The Empty Car

The Empty Car 

Toni came out to the car and found it empty. 

Rupert was just in the passenger side mere minutes before, and then she went into the store and then round the back to the bathroom - she got a coke and went for a piss. 

He was just sitting there reading a book. 

He had his headphones in and he was barely acknowledging her or the scenery around them and it started to grate on her. 

Then she went into the store. 

And then she came back and faced an empty car. 

Completely empty. 

Toni leaned through the window into the back seat and saw that there was nothing but the cheap upholstery of the 90s Audi. it stunk of leather and carpet. 

She opened the boot. It seemed ludicrous that he’d even be in there and yet, she felt a crushing disappointment when the inevitability of an empty boot faced her. 

She walked around the entire car four times. There were no footprints or any evidence that he was anywhere. That he’d even been there. 

Even his book and headphones were gone. 

She looked back at the petrol pumps and the adjacent convenience store. It was empty. 

She looked at her watch. It was 5.07am. She looked at her phone. The signal was slight but the time was 5.11am. 

The staff at the store were packing the shelves. She’d just come from there. He couldn’t be back in there.

She looked through the windows and it was staff only. A tiny little shop with about four shelves of food and booze (of course there’s booze in this country).  

She went back to the toilets. The Male’s toilet was opposite the Female’s. 

She put her ear to the door. It was quiet. She opened the door ever so slightly. 

“Hello?” She bellowed. 

She could hear her own voice echo back to her in the acoustic of the toilets. 

She banged on the wall slightly. There was nothing. The toilet was empty.

She went back to the Female toilets and followed the same routine - just in case.  He wasn't there.

Then that twisted anxious sinking feeling took hold. That feeling that there wasn’t just a lapse of communication and understanding, but that something grave had happened. Something which didn’t have a rewind button or a reverse switch. Something that couldn’t be glued back together or conveniently replaced.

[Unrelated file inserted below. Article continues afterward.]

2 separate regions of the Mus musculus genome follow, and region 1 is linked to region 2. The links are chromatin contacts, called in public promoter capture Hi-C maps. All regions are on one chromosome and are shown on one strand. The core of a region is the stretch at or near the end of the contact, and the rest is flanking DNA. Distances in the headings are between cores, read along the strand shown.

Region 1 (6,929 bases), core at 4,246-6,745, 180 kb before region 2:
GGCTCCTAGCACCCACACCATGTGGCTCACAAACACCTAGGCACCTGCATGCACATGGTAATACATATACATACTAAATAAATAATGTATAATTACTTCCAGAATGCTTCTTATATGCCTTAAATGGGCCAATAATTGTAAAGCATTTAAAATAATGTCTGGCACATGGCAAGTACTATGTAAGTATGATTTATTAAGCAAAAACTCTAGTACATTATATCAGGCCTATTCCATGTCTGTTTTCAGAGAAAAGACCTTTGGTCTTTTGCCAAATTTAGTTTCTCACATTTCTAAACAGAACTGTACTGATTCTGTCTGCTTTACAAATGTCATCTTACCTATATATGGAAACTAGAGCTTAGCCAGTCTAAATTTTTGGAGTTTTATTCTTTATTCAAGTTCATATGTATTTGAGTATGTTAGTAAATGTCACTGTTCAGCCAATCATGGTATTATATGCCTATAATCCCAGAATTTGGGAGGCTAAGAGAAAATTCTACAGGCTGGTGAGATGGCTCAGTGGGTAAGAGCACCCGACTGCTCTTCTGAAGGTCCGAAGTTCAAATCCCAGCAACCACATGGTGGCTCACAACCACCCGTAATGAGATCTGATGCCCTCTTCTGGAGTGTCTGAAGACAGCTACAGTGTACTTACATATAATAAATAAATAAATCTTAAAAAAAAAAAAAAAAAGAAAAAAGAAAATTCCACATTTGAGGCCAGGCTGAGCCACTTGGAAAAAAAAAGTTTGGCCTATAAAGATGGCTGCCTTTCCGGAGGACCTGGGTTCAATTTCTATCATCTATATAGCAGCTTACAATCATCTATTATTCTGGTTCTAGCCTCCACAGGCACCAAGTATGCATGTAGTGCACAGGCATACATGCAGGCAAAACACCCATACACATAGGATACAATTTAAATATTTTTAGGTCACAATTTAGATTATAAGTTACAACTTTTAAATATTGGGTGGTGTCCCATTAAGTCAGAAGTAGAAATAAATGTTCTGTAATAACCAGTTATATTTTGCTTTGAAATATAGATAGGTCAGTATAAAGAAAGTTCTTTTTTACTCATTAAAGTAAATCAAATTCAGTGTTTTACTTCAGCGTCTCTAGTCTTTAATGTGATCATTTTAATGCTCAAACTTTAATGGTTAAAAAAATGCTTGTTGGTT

Rupert - her fiance. The man that she had come to this country with. The very man that she loved and lived with. The man that she slept alongside and spent every day communicating with. 

He had vanished. 

And she was alone, in a country where she didn’t speak the language. Nor knew a single soul besides her vanished fiancee. 

She took out her phone and dialed his number. 

“Hello this is Rupert, I can’t come to the phone now…” 

She switched the phone off in anger. 

She went back to the car. 

He was gone. 

She felt sick. Her stomach had turned and flipped. She put her hand on the side of the car and fell to her knees. Almost against her own will. She just sank down to her knees. 

Then she shook her head and pulled herself together and got back to her feet. 

Come on. 

Call the police. Log a missing person report. Speak to the embassy. People don’t just go missing.  

It’s been a couple of minutes for God’s sake. 

Why the fuck are you panicking? 

She remembered what she said to him as they drove through the forest. He was on her case about grinding the gears and it escalated from there in his usual, defensive, hot-headed, foul-tempered way. And then it got really nasty. Calling each other a cunt. Screaming. Punching the dashboard. 

I hate you. 

She said it, not him. She said it. Those awful words. Those nasty, malicious, hateful words.  

Why don’t you fucking die? 

She said that too. 

I wish you’d just fucking disappear. 

Her words. 

They were all her words. 

And there she stood, looking at the empty car. The empty fucking car. The love of her life had vanished. 

As if into thin air. 

The car was completely empty and Rupert was gone. 

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